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Thread: Telescoping cross slide lead screw problem

  1. #1

    Telescoping cross slide lead screw problem

    Hi All,
    My Rockwell 25-700 has a taper attachment with a telescoping cross slide lead screw. There is a nut that secures the lead screw to the taper attachment. The pencil is pointing at it in this picture.


    I want to tighten the nut as much as possible to minimize backlash but when I do the nut binds while turning the lead screw. Then when I back the lead screw off, the nut loosens or sometimes comes off. How are telescopic lead screw normally attached? Is this a factory install?

    Anyone have an idea how to prevent the binding and backing off of the nut?

  2. #2
    Senior Member caster's Avatar
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    Hi KDude, I don't have a taper attachment on my lathe but as I understand taper attachments the cross slide is disconnected from the leadscrew, the leadscrew is removed and the cross slide is connected to the taper attachment. As the carriage moves to and from the chuck the taper attachment moves the cross slide it in and out creating a taper.

    Hope this helps,

    Caster

  3. #3
    Appreciate the reply Caster.
    With a telescoping lead screw you don't have to disconnect anything because the lead screw is in two pieces and extends as the taper changes. My particular lathe has a nine sided straight spline that telescopes as shown in these pictures.


  4. #4
    Senior Member caster's Avatar
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    If the cross slide is connected to the taper attachment wouldn't you use the compound to move the cutting tool?

  5. #5
    hmmm, how do I explain this ...
    I'm not trying to cut a taper. The taper attachment is set parallel to the ways. If I want to face off a piece of metal using the cross slide, the nut binds and loosens as previous mentioned.
    Somewhere on the vast internet, I thought there was an article showing how to replace the nut with a ball set in some type of "V" block. That way the lead screw could still spin, but would be secured to the taper attachment side while allowing for the travel in the splined lead screw.

    I'm not sure how clear I was on this ^^.

    Think I'll go try slipping a flat washer between the nut and brass and add some grease.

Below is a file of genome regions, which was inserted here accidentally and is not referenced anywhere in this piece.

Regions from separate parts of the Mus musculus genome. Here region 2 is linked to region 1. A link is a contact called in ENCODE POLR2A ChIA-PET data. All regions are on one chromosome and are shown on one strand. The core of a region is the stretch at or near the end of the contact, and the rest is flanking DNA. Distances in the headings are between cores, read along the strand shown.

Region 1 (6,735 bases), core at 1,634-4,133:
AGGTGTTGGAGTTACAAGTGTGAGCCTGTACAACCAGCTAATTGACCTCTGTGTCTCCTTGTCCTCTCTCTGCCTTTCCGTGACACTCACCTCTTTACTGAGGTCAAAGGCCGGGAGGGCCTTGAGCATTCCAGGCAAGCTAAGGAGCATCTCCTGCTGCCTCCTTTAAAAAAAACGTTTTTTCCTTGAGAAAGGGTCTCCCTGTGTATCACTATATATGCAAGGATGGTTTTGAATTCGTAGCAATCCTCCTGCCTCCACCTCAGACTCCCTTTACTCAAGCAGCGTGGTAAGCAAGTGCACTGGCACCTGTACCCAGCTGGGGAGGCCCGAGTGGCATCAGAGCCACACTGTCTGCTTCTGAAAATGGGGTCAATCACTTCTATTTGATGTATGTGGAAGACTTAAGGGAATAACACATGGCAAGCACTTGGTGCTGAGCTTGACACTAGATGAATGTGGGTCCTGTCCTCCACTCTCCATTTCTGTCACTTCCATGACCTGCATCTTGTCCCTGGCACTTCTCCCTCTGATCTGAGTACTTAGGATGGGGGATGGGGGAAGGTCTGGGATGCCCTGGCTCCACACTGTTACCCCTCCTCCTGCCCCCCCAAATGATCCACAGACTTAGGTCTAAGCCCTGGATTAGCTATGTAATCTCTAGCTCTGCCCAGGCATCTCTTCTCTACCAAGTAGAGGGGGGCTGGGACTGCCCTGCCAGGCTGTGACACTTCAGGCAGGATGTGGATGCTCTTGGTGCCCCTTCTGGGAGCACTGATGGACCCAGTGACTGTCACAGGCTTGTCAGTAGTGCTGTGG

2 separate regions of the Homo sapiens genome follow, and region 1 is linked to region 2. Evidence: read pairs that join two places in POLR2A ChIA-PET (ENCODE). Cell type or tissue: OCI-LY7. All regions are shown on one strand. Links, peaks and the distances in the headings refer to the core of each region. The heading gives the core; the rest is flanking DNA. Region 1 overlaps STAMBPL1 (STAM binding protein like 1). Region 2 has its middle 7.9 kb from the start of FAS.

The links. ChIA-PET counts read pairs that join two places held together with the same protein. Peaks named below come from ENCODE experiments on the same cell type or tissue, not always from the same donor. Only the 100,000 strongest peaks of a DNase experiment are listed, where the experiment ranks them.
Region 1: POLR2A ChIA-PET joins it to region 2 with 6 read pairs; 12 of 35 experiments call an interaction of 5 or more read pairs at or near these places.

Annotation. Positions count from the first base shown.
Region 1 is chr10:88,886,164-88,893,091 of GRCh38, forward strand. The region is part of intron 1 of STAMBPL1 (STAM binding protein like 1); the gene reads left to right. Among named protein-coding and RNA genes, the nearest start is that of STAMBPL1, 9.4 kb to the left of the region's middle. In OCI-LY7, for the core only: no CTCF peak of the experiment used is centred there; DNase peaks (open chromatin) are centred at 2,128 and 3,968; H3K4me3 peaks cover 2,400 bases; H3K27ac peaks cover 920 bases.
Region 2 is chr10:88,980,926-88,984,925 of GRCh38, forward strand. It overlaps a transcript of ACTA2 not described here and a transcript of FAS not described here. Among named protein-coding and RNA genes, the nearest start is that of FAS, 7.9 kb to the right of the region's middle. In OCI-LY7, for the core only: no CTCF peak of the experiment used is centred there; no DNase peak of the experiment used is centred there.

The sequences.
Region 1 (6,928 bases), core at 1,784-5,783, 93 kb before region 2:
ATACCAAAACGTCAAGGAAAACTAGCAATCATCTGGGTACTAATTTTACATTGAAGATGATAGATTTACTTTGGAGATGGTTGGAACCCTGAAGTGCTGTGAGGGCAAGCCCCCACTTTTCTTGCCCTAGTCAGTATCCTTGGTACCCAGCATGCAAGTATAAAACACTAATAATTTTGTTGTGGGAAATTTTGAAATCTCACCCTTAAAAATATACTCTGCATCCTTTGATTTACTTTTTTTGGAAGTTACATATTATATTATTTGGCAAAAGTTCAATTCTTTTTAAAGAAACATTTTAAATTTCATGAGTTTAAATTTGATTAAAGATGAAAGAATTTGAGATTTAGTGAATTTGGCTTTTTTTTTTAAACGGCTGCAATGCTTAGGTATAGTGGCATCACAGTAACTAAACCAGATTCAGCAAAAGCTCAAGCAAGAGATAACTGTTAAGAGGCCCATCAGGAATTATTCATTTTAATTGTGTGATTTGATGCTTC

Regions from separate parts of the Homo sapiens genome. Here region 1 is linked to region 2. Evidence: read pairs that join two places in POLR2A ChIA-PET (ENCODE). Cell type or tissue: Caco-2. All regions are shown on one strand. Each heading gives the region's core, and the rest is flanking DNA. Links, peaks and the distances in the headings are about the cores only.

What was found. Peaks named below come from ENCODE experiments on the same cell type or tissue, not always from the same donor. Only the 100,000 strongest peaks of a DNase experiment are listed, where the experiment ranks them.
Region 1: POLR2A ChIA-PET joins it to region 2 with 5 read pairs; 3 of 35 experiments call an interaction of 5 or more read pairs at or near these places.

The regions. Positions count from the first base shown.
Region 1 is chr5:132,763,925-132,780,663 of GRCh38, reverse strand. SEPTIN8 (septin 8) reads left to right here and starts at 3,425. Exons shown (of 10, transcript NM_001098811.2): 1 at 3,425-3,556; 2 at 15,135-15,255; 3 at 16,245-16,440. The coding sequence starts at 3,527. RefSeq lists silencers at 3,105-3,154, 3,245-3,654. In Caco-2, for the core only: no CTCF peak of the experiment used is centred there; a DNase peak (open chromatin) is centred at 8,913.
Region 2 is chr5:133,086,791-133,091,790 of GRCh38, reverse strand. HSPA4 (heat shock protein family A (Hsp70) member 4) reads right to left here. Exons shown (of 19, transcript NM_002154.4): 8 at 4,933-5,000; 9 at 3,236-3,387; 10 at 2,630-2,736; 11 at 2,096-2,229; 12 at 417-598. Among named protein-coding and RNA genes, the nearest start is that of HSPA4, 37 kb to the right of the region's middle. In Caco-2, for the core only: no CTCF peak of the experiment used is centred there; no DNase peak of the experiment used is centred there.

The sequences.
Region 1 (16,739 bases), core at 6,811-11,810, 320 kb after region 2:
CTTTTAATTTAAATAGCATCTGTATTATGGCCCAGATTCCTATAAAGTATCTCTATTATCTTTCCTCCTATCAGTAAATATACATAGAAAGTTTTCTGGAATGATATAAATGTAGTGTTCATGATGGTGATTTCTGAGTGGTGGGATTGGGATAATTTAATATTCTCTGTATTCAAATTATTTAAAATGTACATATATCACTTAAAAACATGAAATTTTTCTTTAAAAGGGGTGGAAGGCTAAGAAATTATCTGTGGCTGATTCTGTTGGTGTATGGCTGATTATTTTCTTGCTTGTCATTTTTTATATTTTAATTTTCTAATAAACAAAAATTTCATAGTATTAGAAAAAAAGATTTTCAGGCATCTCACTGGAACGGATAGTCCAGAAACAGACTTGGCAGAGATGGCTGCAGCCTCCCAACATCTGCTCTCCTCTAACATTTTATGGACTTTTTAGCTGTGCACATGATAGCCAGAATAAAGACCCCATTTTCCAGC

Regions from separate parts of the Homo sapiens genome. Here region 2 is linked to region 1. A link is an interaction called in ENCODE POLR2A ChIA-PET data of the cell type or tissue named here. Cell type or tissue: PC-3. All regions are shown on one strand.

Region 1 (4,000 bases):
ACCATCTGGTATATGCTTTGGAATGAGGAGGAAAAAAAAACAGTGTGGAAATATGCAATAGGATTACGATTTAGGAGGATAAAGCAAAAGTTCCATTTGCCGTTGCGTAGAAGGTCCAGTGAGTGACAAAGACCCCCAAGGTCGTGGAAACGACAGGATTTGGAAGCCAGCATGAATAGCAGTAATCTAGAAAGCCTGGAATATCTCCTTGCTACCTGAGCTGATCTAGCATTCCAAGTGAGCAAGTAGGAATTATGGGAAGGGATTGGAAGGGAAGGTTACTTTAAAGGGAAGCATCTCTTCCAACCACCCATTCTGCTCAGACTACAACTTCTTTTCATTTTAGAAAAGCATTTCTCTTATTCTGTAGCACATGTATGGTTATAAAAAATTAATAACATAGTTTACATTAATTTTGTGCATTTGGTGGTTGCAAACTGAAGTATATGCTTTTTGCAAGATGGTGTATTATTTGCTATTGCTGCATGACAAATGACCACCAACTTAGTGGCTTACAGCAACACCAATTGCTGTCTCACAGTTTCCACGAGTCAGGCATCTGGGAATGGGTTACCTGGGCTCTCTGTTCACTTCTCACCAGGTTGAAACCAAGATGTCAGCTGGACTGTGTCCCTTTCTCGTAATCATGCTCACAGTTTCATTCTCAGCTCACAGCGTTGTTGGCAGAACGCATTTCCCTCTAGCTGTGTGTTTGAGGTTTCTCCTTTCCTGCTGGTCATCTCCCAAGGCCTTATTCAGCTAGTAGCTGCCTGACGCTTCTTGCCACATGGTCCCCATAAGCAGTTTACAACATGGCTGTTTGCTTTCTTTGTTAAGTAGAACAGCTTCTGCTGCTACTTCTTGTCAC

6. #6
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    You need a jam nut. There should be two nuts. You snug the inner one down and then make it hold it's position by jamming it with another. "Jam" them together and they won't loosen/tighten while spinning the lead screw.
    FLAME ON...!!!!

  7. #7
    Senior Member Robert's Avatar
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    In the pic it doesn't look like enough room for a jamb nut? Sounds like it would work though.
    R
    "Whether you think that you can, or that you can't, you are usually right."
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  8. #8
    Correct, there is no room for a jam nut. The nut that is on there look like it was cut in half to be thinner because there is a burr to one side.

    I tried some grease and that made it worse. The nut spun off so easy. So I cleaned up the nut and treads real good and put it on dry. In the process I removed a washer. It seems to be tight and not binding now. My guess is the washer was keeping the nut from bottoming out on threads and bottoming out the threads seems to be holding it in place.

    Time to cut some chips and see how it works!

  9. #9
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    hmm... So there isn't enough room for a jam nut and the current nut seems to be modified... I'm willing to bet what you have isn't original and a previous owner put on what is there because he lost the originals.

    A quick google search revealed pics of the south bend taper cross screw utilizing two jam nuts. I doubt your Rockwell reinvented this wheel.

    Other options would be fab'ing in provisions for a grub screw in the nut you have to retain it's position. ...or using a little Loctite.
    FLAME ON...!!!!

  10. #10
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    Locktite is the way to go.

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